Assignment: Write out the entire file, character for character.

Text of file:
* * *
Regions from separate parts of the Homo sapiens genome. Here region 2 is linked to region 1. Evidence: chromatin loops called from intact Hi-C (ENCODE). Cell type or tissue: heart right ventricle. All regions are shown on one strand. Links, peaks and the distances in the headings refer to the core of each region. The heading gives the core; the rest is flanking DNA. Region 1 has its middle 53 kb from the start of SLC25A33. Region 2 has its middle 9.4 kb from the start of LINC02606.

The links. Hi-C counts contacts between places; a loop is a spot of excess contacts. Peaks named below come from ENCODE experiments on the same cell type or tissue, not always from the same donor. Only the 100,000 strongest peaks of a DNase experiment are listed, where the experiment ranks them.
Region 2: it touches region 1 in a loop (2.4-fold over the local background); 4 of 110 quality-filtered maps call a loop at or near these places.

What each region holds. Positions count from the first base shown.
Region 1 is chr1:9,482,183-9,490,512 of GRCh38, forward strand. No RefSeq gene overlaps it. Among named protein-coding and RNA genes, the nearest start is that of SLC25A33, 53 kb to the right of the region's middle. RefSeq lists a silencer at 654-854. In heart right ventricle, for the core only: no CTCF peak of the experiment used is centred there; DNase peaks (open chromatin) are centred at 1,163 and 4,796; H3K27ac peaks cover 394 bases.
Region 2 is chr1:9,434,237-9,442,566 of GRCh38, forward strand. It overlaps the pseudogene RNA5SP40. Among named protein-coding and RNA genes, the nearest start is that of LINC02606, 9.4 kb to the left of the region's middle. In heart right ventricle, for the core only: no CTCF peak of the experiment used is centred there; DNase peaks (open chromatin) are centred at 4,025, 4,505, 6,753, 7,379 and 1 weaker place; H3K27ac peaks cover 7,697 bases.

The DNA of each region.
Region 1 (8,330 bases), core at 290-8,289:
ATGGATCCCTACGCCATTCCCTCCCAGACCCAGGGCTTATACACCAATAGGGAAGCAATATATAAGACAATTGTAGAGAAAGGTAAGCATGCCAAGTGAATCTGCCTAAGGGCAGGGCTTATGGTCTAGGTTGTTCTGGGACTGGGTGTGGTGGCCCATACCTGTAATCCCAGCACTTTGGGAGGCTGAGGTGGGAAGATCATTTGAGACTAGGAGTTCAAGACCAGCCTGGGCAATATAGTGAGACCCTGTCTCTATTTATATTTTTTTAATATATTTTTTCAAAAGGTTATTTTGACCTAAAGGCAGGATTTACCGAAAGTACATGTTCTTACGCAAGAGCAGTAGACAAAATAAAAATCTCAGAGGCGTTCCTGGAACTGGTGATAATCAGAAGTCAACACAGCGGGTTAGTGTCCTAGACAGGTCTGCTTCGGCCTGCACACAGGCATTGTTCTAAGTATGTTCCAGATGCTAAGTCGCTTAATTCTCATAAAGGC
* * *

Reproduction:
Regions from separate parts of the Homo sapiens genome. Here region 2 is linked to region 1. Evidence: chromatin loops called from intact Hi-C (ENCODE). Cell type or tissue: heart right ventricle. All regions are shown on one strand. Links, peaks and the distances in the headings refer to the core of each region. The heading gives the core; the rest is flanking DNA. Region 1 has its middle 53 kb from the start of SLC25A33. Region 2 has its middle 9.4 kb from the start of LINC02606.

The links. Hi-C counts contacts between places; a loop is a spot of excess contacts. Peaks named below come from ENCODE experiments on the same cell type or tissue, not always from the same donor. Only the 100,000 strongest peaks of a DNase experiment are listed, where the experiment ranks them.
Region 2: it touches region 1 in a loop (2.4-fold over the local background); 4 of 110 quality-filtered maps call a loop at or near these places.

What each region holds. Positions count from the first base shown.
Region 1 is chr1:9,482,183-9,490,512 of GRCh38, forward strand. No RefSeq gene overlaps it. Among named protein-coding and RNA genes, the nearest start is that of SLC25A33, 53 kb to the right of the region's middle. RefSeq lists a silencer at 654-854. In heart right ventricle, for the core only: no CTCF peak of the experiment used is centred there; DNase peaks (open chromatin) are centred at 1,163 and 4,796; H3K27ac peaks cover 394 bases.
Region 2 is chr1:9,434,237-9,442,566 of GRCh38, forward strand. It overlaps the pseudogene RNA5SP40. Among named protein-coding and RNA genes, the nearest start is that of LINC02606, 9.4 kb to the left of the region's middle. In heart right ventricle, for the core only: no CTCF peak of the experiment used is centred there; DNase peaks (open chromatin) are centred at 4,025, 4,505, 6,753, 7,379 and 1 weaker place; H3K27ac peaks cover 7,697 bases.

The DNA of each region.
Region 1 (8,330 bases), core at 290-8,289:
ATGGATCCCTACGCCATTCCCTCCCAGACCCAGGGCTTATACACCAATAGGGAAGCAATATATAAGACAATTGTAGAGAAAGGTAAGCATGCCAAGTGAATCTGCCTAAGGGCAGGGCTTATGGTCTAGGTTGTTCTGGGACTGGGTGTGGTGGCCCATACCTGTAATCCCAGCACTTTGGGAGGCTGAGGTGGGAAGATCATTTGAGACTAGGAGTTCAAGACCAGCCTGGGCAATATAGTGAGACCCTGTCTCTATTTATATTTTTTTAATATATTTTTTCAAAAGGTTATTTTGACCTAAAGGCAGGATTTACCGAAAGTACATGTTCTTACGCAAGAGCAGTAGACAAAATAAAAATCTCAGAGGCGTTCCTGGAACTGGTGATAATCAGAAGTCAACACAGCGGGTTAGTGTCCTAGACAGGTCTGCTTCGGCCTGCACACAGGCATTGTTCTAAGTATGTTCCAGATGCTAAGTCGCTTAATTCTCATAAAGGC